Settling Down in a New Country

Making the decision to stop and settle down in a place for an extended period of time can be a great benefit to your adventuring lifestyle, even if you’re not as young as you once were. Whether it’s a few months teaching English in Prague to fund some adventures, or permanent retirement in Australia, you may find yourself very happy to find your rhythm in a new home. There are, however, a host of logistical issues to contend with.

settling down 1The first is legality. Overstaying a visa or working on a tourist visa when it is explicitly forbidden is always risky. The best case scenario if you get caught is that you will only incur some fines and a warning. The worst case is that you can be immediately expelled at your own expense, without a chance to even collect your belongings from your apartment. In some countries, such as Thailand, being checked by police for an unrelated reason while you are overstaying a visa can result in several days’ languishing in jail. Make sure that your paperwork is covered and that you’re legal to be where you are and doing what you’re doing.

settling down 2Searching for a house or apartment to rent or buy abroad can be an exciting process. Use real estate agents and their websites extensively, but don’t neglect networks like Facebook and Couchsurfing groups. Any local contacts you make can be amazing resources as well, especially if you need help with translation. The next hurdle is financial. If you’re choosing to work, securing a job can be fairly easy, depending on where you are and what line of work you’re in. However, you must ensure that you are receiving a fair wage and that your rights as an employee are respected. Also, go through the process of setting up a local bank account, or switch to an international one before leaving your home country. You wouldn’t keep the cash you make under your bed at home, and you shouldn’t do it abroad. There are a variety of options when it comes to international transfers if you eventually leave the country, and in the meantime your funds will be much more secure and easier to access.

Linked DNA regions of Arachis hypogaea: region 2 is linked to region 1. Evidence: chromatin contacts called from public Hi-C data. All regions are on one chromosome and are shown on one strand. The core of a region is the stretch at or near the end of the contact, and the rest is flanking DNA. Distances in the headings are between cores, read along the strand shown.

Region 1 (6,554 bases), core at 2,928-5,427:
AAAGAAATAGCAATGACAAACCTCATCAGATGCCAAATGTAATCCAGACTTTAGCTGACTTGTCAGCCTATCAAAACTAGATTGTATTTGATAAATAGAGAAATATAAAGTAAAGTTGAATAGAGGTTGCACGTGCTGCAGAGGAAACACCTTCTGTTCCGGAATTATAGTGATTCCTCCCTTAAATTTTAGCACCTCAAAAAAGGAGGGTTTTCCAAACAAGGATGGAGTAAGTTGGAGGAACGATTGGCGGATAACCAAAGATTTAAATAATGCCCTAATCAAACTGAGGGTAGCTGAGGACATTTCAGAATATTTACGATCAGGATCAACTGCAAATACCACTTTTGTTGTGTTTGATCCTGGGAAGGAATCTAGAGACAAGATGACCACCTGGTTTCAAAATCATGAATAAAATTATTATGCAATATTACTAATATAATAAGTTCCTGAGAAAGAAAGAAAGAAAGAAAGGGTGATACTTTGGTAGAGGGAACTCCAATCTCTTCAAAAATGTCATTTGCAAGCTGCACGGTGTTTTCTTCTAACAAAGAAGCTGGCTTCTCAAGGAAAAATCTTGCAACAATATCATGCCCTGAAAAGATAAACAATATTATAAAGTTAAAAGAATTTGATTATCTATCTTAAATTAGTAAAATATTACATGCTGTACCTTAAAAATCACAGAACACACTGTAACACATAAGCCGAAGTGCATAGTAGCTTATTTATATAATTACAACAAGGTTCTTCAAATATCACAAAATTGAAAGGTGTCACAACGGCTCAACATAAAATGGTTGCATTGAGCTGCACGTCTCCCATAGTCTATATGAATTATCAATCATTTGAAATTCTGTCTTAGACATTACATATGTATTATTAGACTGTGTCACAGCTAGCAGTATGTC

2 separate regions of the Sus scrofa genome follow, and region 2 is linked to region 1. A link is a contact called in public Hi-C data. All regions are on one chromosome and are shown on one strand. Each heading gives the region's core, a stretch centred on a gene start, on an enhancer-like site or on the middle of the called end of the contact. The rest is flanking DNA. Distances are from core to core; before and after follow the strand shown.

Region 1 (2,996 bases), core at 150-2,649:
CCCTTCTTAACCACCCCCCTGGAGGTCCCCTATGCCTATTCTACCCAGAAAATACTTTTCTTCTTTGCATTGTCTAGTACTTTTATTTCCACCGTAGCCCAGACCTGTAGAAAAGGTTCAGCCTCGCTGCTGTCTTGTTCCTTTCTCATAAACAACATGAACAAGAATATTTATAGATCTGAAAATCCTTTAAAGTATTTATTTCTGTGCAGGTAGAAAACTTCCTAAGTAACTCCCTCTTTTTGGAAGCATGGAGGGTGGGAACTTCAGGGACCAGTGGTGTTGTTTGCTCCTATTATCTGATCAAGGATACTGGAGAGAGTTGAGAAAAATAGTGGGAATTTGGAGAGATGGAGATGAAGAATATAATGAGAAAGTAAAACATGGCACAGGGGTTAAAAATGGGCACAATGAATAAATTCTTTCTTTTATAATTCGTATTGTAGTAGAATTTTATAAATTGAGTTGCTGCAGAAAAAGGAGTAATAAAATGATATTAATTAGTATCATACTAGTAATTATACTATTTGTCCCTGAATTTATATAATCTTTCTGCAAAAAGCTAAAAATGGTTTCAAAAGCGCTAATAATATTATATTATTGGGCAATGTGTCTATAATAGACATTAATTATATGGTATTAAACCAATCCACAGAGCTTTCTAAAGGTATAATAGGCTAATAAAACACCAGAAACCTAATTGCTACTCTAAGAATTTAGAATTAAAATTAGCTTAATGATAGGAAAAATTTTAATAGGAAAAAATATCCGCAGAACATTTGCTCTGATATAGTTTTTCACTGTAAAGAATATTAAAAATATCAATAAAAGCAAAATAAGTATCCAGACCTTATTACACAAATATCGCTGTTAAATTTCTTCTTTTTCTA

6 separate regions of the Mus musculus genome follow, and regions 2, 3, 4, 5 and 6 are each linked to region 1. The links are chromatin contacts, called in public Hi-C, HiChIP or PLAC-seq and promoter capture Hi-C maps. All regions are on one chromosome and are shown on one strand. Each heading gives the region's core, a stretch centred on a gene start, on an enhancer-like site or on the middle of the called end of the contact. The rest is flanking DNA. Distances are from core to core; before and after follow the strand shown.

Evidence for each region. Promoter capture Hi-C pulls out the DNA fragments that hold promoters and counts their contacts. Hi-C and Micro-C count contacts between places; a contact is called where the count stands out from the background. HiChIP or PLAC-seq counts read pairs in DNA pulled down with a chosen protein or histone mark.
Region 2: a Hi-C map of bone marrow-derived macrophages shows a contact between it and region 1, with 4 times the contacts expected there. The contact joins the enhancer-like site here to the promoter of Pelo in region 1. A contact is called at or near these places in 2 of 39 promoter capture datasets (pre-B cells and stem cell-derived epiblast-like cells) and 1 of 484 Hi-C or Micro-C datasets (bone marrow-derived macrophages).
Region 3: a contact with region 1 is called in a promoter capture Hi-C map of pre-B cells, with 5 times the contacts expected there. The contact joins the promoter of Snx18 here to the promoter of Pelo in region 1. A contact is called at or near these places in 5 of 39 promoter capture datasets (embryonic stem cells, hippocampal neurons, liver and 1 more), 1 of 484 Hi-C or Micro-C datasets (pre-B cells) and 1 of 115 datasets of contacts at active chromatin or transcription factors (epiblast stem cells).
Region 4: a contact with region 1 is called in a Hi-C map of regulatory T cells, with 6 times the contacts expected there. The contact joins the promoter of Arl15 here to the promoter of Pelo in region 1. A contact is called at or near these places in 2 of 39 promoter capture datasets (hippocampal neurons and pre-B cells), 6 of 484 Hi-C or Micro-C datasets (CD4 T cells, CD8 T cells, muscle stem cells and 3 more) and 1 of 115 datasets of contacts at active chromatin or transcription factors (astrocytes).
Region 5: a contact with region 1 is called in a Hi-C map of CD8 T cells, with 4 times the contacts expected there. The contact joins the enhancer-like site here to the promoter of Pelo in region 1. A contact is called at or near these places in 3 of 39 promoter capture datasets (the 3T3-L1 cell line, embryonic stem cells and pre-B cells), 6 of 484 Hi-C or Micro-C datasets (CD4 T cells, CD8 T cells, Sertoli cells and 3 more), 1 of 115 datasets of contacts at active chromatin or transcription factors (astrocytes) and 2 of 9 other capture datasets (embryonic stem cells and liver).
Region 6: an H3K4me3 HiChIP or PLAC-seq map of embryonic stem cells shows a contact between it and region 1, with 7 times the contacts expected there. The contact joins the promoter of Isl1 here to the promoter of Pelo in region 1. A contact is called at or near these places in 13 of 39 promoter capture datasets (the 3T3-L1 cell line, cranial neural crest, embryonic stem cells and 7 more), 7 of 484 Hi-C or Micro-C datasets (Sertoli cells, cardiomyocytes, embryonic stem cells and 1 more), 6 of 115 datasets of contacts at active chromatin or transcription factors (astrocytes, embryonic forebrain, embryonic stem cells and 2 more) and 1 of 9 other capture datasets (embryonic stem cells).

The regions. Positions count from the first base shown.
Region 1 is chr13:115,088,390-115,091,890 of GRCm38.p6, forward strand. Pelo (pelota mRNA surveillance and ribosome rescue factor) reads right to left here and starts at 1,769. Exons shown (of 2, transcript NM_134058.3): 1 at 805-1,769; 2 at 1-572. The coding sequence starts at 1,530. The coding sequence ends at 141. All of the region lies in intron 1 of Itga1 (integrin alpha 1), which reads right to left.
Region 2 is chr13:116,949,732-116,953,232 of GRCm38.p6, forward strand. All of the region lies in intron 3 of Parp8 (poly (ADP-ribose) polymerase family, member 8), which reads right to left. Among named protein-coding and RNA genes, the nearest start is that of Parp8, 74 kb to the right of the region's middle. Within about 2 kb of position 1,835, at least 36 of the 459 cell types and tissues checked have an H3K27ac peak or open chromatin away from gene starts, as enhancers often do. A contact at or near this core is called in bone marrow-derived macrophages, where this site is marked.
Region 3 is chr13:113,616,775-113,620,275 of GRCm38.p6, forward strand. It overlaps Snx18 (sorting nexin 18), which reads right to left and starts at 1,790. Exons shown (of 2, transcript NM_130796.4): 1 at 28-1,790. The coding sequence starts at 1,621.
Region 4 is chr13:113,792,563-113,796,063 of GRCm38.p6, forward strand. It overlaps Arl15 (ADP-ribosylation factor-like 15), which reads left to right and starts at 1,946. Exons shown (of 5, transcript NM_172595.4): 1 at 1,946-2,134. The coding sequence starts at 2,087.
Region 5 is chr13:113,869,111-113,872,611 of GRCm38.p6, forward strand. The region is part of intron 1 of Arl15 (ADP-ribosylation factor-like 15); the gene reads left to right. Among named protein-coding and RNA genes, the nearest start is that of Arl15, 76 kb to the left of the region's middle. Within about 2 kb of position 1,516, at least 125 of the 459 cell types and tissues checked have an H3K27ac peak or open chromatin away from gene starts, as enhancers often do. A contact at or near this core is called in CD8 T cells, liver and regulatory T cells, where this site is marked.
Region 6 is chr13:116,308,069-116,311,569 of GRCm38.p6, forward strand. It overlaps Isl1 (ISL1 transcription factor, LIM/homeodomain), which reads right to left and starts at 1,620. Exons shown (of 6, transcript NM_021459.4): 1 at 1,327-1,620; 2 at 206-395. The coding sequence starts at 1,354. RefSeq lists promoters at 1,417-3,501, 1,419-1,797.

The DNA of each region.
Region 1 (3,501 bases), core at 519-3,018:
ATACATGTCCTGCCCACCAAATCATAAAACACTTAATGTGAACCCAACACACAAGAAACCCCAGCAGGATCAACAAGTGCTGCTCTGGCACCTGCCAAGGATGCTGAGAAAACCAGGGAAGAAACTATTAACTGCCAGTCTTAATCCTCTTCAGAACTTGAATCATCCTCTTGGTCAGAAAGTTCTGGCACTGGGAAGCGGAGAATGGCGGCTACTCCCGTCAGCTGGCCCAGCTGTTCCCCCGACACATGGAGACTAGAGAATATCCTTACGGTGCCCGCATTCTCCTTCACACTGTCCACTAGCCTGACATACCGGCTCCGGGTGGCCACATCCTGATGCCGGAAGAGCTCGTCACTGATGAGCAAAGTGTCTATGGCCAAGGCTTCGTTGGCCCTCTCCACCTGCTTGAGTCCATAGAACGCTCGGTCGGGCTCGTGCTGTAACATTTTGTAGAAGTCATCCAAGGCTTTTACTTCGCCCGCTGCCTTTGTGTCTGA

settling down 3Once you’re settled in, you may find that you want things from back home. Shipping internationally can be expensive, but if you will be staying in a place long enough that it’s worth it, you can always import vehicles and furniture that you can’t live without. You can even send for your pets, as long as you take care of the immunizations and paperwork. If you do so, you may choose to purchase pet insurance that covers international veterinary care, quarantine costs, holiday delay expenses, emergency services, and  other benefits.

Adapting to life abroad can be a slow process, but settling down is an exciting chapter in anyone’s long term travel plans. It allows you to appreciate the culture that you’re immersing yourself in, and prolong your experience by working consistently. Making a comfortable life for yourself somewhere new is always something to look forward to, and you never know–it may be the place that you want to live for the rest of your days.

 

 

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